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High Schools Get Low Marks in Readying Students for College

Only 23% of youths in a study completed the necessary courses required for admission to the state universities.

June 03, 2004|Duke Helfand | Times Staff Writer

California's high schools are doing a poor job of graduating their students and preparing them for the demands of college, an education policy organization asserts in a report being released today.

The Education Trust-West found that only 23% of students who were ninth-graders in 1999 completed all of the necessary college prep classes by graduation last year to gain admission to the University of California and California State University systems.

Many schools didn't offer enough of those classes, and some students were denied the opportunity to take them, the report said.

The Oakland-based group also estimated that 70% of ninth-graders in 1999 finished high school four years later, a figure confirmed by state education officials.

The Education Trust-West did not delve into dropout rates, which are nearly impossible to pin down because the state does not keep track of individual students who come and go from campuses. Many students take more than four years to finish or gain alternative degrees.

"We've got to jump start our focus on high schools," said Russlynn Ali, executive director of the Education Trust-West. "We are still by and large giving out 20th century diplomas for a 21st century economy."

Educators widely acknowledged the shortcomings of the state's high schools, particularly among overcrowded campuses in poor communities that serve mostly minority students and have disproportionate numbers of inexperienced teachers.

But some school district administrators took issue with the report, saying that college prep classes such as algebra are in fact offered throughout their school systems.

In the Los Angeles Unified School District, Deputy Supt. Merle Price called the report "a snapshot that doesn't account for the gaps that kids have coming into high school."

He pointed out that nearly one-third of the system's 180,000 high school students are still learning English. Some of these students need extra time to finish high school and are unable to keep up with the challenging college prep curriculum, he said.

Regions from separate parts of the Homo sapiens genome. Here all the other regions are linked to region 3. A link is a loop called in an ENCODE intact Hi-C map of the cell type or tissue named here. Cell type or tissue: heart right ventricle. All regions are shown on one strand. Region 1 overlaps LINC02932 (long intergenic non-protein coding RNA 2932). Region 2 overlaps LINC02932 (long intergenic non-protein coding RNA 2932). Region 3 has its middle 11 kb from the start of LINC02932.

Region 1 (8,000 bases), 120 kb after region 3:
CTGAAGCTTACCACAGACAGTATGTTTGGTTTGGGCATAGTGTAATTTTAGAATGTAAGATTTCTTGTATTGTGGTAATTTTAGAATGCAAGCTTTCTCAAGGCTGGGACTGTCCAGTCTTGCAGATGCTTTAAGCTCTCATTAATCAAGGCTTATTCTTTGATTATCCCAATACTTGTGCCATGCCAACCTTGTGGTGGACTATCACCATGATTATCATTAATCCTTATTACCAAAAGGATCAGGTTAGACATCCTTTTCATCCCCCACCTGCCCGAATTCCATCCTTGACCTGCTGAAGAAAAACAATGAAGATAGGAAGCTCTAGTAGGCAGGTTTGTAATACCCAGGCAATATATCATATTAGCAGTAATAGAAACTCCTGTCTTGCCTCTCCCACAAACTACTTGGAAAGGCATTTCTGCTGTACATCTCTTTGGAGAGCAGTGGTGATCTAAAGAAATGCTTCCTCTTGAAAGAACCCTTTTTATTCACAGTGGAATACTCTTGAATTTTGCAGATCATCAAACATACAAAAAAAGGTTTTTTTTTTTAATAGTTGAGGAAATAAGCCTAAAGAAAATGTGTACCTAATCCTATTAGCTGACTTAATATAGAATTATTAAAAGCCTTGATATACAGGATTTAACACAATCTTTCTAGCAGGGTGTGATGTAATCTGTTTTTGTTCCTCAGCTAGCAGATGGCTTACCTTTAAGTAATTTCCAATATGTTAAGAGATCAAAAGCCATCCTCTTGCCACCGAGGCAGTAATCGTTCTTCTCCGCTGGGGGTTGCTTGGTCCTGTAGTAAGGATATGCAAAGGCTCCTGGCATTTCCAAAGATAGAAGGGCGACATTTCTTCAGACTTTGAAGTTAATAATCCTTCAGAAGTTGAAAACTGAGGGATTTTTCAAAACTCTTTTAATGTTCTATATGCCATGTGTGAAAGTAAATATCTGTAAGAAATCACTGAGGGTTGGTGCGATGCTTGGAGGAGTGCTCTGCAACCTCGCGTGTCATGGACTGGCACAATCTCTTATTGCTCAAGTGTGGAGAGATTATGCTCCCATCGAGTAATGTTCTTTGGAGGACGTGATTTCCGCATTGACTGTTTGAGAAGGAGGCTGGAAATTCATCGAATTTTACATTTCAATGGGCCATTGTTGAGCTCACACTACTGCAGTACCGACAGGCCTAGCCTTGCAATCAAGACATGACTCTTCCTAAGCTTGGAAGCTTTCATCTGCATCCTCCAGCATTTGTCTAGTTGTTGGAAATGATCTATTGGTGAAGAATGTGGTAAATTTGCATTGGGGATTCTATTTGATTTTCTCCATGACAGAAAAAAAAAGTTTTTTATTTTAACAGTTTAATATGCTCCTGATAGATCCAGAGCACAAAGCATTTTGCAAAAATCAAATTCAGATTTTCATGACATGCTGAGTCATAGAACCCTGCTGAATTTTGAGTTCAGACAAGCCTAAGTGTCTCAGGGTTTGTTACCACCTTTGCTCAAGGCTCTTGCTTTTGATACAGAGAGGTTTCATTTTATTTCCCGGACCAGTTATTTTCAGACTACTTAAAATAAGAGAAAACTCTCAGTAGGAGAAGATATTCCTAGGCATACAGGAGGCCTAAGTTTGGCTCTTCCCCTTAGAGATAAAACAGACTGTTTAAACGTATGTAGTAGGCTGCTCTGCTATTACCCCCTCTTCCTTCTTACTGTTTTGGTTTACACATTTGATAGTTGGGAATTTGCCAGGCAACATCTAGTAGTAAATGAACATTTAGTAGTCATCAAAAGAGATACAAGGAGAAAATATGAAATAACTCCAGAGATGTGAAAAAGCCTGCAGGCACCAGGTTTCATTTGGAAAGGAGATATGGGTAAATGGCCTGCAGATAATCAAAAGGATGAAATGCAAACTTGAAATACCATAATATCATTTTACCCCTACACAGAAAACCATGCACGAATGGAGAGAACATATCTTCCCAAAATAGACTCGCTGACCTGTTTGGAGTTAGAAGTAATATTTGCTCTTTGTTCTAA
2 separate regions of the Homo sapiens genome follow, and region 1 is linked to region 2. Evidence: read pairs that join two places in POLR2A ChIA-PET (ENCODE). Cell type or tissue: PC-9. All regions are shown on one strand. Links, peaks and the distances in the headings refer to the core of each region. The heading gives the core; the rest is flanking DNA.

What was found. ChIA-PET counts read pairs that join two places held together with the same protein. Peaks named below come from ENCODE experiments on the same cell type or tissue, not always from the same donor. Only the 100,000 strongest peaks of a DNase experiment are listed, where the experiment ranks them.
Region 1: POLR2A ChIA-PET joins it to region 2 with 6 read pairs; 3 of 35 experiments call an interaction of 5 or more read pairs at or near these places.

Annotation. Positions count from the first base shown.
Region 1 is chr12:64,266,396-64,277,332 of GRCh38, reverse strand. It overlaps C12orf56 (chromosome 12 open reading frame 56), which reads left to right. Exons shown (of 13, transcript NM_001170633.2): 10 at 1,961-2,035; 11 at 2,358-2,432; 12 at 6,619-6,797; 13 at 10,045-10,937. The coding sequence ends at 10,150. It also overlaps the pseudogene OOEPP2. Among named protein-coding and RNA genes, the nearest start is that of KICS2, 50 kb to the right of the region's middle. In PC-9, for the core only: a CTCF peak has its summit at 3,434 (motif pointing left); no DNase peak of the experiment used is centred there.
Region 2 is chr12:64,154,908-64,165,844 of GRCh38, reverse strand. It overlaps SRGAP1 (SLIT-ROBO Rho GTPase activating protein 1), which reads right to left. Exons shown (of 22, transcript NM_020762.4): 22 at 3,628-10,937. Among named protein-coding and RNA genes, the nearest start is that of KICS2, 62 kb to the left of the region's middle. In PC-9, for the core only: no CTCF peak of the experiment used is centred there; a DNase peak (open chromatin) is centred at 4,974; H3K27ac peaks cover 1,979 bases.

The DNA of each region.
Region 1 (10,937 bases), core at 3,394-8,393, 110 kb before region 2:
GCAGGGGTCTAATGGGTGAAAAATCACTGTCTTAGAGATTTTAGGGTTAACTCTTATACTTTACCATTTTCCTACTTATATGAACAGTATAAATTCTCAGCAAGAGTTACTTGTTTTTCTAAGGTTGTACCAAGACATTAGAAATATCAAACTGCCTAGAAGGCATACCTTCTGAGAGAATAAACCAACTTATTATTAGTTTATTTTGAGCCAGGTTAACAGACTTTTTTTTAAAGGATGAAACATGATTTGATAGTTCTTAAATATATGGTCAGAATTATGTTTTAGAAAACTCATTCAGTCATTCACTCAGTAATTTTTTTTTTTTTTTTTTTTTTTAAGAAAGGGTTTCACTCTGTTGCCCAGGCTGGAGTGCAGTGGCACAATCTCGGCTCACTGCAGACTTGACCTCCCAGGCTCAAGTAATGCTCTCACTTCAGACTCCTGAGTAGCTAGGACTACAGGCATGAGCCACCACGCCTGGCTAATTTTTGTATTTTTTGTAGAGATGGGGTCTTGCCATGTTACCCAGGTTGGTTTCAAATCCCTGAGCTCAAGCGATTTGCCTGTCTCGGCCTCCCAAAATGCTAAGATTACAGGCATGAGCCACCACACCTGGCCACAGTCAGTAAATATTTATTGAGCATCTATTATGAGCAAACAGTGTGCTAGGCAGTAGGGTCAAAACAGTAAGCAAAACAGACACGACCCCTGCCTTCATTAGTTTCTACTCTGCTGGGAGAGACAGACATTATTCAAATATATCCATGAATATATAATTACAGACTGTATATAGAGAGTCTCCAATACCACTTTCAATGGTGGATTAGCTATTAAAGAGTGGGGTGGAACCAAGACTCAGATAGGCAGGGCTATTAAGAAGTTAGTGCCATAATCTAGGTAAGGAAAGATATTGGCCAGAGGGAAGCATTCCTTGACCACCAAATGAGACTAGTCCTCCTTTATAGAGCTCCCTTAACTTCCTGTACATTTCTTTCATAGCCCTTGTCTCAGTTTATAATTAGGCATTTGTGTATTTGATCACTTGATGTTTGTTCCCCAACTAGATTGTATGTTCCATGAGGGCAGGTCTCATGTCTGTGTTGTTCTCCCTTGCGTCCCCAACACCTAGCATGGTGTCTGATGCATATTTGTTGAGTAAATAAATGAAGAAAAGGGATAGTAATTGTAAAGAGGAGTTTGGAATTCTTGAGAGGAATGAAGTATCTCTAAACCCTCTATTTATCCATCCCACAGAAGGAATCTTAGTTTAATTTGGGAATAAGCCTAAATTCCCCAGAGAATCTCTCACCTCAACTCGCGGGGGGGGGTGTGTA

Still, Price said, the district had redoubled efforts to address flagging high school academic performance by expanding English instruction for those still learning the language.

Educators and lawmakers in Sacramento also have tried to craft solutions for improving high school achievement but with mixed results.

An initiative by state schools chief Jack O'Connell and state Sen. Richard Alarcon (D-Sun Valley) to require the college prep curriculum for all California high school students fizzled in the Legislature this year amid concerns about allowing the UC and Cal State systems to effectively define the high school curriculum.

The so-called A-G curriculum would have required 15 courses distributed among such areas as English, math, science, history and foreign languages.

"We know this is a long haul," O'Connell said. "But I am absolutely convinced that this is the right direction for our students -- to be prepared for careers and college."

The Education Trust-West also renewed its call for all students to take the college prep curriculum, saying students rise to the occasion and improve when schools maintain high expectations.

The group pointed to school districts such as San Jose Unified, where it said a relatively high percentage -- 47% -- of last year's graduates who were ninth-graders in 1999 completed the advanced curriculum.

"High school is not too late to provide students with the skills they need to pass this curriculum," Ali said.

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